Romanian Paper IDs Woman Who Married U.S. Defector in North Korea


An undated clip from the movie "Crossing the Line", showing the last US defector in North Korea, James Dresnok, looking at a statue of late North Korean leader Kim Il-Sung in Pyongyang. Photo: AFP/PIFF

WASHINGTON—A Romanian newspaper says it has identified a Romanian woman, kidnapped in 1978, who married the U.S. Army deserter James Dresnok—reportedly the last U.S. defector still living in North Korea.

In its March 20 issue, the Bucharest-based Evenimentul Zilei reports that the late Doina Bumbea, a Romanian sculptor and painter born in 1950, was abducted in 1978 from Italy to North Korea.

There, she married an American soldier who had deserted his unit by fleeing across the heavily fortified Demilitarized Zone that divides North and South Korea

In his Japanese-language memoir To Tell the Truth , another American defector, Charles Jenkins, describes a woman named Doina, a Romanian abductee, who died of cancer in January 1997.

A 2006 British documentary titled “Crossing the Line” also mentions Dresnok's marriage to an Eastern European woman who died young.

Striking resemblance, same name

While watching a British documentary, the Romanian newspaper reported, Bumbea's family noted a striking resemblance between Dresnok's son Gabriel and Doina Bumbea.

Since Doina's younger brother had been named Gabriel, they concluded that the younger Gabriel must be Doina’s son.

All contact between Doina Bumbea and her family were severed in October 1978, when she disappeared without a trace—after telling her family enthusiastically about an Italian national who had offered her a lucrative contract with an art gallery in Japan.

I did not want to stay in [the] DPRK at first. I wanted to go to Russia...Having crossed, after a few months, I began thinking it over and decided to remain.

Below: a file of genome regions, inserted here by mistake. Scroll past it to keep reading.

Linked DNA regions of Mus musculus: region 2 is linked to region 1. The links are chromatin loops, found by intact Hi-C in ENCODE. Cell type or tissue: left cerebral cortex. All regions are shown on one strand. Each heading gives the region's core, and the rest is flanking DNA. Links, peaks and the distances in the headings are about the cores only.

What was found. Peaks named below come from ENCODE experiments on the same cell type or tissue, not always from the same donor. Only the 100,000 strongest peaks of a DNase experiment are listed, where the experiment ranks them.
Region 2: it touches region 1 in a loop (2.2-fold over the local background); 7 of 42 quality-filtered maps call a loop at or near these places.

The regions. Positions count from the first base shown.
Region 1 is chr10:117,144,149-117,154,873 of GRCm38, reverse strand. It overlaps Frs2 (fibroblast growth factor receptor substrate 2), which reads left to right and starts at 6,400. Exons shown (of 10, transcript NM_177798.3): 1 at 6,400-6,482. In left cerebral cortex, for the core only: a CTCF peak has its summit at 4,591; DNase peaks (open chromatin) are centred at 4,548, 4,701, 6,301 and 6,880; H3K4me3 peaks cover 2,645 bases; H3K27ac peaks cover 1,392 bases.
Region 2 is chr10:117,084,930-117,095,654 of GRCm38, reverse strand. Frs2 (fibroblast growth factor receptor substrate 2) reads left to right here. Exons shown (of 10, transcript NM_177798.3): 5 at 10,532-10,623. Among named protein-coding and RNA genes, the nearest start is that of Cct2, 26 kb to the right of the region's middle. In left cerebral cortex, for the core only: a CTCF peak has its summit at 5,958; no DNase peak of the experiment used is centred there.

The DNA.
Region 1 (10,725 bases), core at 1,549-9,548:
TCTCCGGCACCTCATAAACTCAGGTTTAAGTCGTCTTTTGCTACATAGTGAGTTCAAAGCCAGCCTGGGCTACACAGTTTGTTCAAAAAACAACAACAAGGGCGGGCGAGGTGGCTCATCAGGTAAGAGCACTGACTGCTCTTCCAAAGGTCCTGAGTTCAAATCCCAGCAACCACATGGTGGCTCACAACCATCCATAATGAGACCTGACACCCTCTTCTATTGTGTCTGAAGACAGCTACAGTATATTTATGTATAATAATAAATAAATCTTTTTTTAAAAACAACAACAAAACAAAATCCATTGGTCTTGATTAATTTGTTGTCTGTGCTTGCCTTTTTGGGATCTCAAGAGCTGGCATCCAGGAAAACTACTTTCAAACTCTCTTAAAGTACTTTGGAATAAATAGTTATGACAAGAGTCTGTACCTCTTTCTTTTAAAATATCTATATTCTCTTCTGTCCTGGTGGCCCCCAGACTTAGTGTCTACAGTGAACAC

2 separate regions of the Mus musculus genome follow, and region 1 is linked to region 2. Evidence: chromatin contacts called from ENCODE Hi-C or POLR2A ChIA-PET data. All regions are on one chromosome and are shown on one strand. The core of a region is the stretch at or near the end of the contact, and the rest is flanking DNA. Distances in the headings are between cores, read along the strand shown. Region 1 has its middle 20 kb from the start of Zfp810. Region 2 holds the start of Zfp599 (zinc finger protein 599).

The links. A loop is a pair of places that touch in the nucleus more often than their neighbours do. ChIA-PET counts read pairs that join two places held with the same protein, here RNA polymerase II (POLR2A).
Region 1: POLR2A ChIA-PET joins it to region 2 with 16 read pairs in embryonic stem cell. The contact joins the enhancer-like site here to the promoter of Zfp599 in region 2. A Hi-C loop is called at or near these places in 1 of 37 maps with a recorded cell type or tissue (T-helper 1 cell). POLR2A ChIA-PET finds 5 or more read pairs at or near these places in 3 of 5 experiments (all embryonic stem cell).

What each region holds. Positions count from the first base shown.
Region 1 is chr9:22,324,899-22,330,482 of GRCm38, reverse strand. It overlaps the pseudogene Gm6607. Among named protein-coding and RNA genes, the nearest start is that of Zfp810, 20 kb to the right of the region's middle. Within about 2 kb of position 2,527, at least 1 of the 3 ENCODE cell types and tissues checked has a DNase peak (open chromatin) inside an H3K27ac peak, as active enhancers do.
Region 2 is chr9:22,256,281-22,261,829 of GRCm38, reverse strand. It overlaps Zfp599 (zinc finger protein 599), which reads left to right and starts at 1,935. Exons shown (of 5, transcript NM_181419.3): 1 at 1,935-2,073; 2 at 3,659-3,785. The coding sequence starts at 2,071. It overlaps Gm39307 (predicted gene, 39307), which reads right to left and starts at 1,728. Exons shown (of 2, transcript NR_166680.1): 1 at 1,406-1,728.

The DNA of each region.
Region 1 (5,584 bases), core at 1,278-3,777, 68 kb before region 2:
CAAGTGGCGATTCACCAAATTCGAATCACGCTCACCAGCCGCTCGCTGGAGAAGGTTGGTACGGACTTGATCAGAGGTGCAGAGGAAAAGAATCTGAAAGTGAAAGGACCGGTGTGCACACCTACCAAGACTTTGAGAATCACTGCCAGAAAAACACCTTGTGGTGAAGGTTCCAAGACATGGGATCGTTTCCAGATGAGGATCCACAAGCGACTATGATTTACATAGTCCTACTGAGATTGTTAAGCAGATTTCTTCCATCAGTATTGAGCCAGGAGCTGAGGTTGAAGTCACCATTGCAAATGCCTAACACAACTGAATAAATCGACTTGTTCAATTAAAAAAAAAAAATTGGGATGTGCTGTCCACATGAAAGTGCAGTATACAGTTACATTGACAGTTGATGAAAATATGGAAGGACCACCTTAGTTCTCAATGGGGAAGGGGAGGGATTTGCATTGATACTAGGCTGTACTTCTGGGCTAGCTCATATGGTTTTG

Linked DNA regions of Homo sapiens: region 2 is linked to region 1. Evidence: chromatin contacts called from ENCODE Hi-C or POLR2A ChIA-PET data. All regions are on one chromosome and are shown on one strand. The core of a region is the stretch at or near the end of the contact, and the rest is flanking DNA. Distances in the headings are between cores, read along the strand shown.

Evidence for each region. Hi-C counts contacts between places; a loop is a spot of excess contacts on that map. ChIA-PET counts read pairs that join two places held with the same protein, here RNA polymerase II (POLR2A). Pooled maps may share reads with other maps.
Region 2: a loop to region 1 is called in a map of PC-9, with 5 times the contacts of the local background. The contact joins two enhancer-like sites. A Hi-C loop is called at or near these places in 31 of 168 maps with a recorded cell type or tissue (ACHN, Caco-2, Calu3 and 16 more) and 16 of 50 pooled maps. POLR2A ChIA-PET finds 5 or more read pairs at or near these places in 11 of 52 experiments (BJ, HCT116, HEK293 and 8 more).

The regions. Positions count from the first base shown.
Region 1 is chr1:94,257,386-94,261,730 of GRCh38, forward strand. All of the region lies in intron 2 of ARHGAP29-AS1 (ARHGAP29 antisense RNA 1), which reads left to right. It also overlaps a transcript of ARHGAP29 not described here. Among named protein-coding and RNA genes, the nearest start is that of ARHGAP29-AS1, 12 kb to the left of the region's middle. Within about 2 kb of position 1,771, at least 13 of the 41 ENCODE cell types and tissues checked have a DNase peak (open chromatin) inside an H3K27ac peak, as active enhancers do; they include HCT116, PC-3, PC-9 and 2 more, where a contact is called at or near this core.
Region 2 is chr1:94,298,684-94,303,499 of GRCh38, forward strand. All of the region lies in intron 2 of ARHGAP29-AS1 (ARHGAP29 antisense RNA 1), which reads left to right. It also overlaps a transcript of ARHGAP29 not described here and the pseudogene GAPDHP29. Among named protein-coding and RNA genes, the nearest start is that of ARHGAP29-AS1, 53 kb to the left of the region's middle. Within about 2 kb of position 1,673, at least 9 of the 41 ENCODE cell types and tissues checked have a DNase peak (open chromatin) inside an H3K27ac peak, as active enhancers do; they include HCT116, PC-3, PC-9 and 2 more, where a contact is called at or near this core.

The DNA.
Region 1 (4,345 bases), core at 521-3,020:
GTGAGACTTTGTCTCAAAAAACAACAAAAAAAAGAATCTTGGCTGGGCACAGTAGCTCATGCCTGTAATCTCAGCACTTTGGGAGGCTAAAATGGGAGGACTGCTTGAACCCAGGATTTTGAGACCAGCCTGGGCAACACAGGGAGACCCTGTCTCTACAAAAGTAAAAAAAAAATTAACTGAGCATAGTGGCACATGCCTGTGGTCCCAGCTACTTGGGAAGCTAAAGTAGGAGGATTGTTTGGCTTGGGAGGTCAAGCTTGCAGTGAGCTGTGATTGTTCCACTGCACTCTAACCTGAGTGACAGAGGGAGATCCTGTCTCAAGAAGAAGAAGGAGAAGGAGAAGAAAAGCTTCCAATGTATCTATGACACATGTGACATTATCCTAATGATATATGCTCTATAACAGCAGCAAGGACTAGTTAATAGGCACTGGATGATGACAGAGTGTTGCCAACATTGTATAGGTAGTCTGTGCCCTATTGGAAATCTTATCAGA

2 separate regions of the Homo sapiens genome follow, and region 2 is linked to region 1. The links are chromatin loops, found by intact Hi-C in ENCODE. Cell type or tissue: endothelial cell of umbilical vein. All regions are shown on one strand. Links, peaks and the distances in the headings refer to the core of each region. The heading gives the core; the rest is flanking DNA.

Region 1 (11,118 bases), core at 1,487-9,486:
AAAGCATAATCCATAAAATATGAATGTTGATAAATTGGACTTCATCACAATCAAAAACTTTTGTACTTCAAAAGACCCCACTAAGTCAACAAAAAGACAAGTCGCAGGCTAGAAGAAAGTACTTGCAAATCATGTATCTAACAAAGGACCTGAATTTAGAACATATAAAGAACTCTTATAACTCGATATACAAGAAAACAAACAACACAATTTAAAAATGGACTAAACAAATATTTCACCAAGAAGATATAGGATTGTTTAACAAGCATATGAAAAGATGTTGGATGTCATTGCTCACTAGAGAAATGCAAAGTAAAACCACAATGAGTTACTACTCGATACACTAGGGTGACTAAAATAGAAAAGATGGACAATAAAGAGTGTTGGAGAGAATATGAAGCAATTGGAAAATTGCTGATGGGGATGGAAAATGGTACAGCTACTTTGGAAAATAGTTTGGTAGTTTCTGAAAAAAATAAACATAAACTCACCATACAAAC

Romanian officials have verbally sought clarification from Pyongyang regarding the alleged Romanian abductee, but North Korean officials haven’t replied.

Dresnok, a U.S. Army private at the time, crossed over to North Korea in 1962 . He reportedly still lives in the North Korean capital Pyongyang. The U.S. military has said that Dresnok, from Norfolk, Virginia, left the army in August 1962 at age 21.

“We were under the supervision of the North Korean military,” the British filmmaking team has quoted Dresnok as saying. “They took good care of us and they requested us to teach English to military personnel.”

Dresnok and Jenkins told the filmmakers that two other U.S. servicemen had died in North Korea of natural causes — Pvt. Larry A. Abshier of Illinois, who the U.S. military says went missing from his unit in May 1962 at age 19, and Cpl. Jerry Parrish of Kentucky, accused of deserting in December 1963 at age 19.

'A peaceful people'

“I did not want to stay in DPRK at first," Dresnok told the film crew, referring to North Korea by its formal name. “I wanted to go to Russia," he said. "Having crossed, after a few months, I began thinking it over and decided to remain.”

“I find it more convenient to live among peaceful people, living a simple life,” he said.

Original reporting by RFA's Korean service. Translated from the Romanian and Korean by Greg Scarlatoiu. Written and produced in English by Sarah Jackson-Han.


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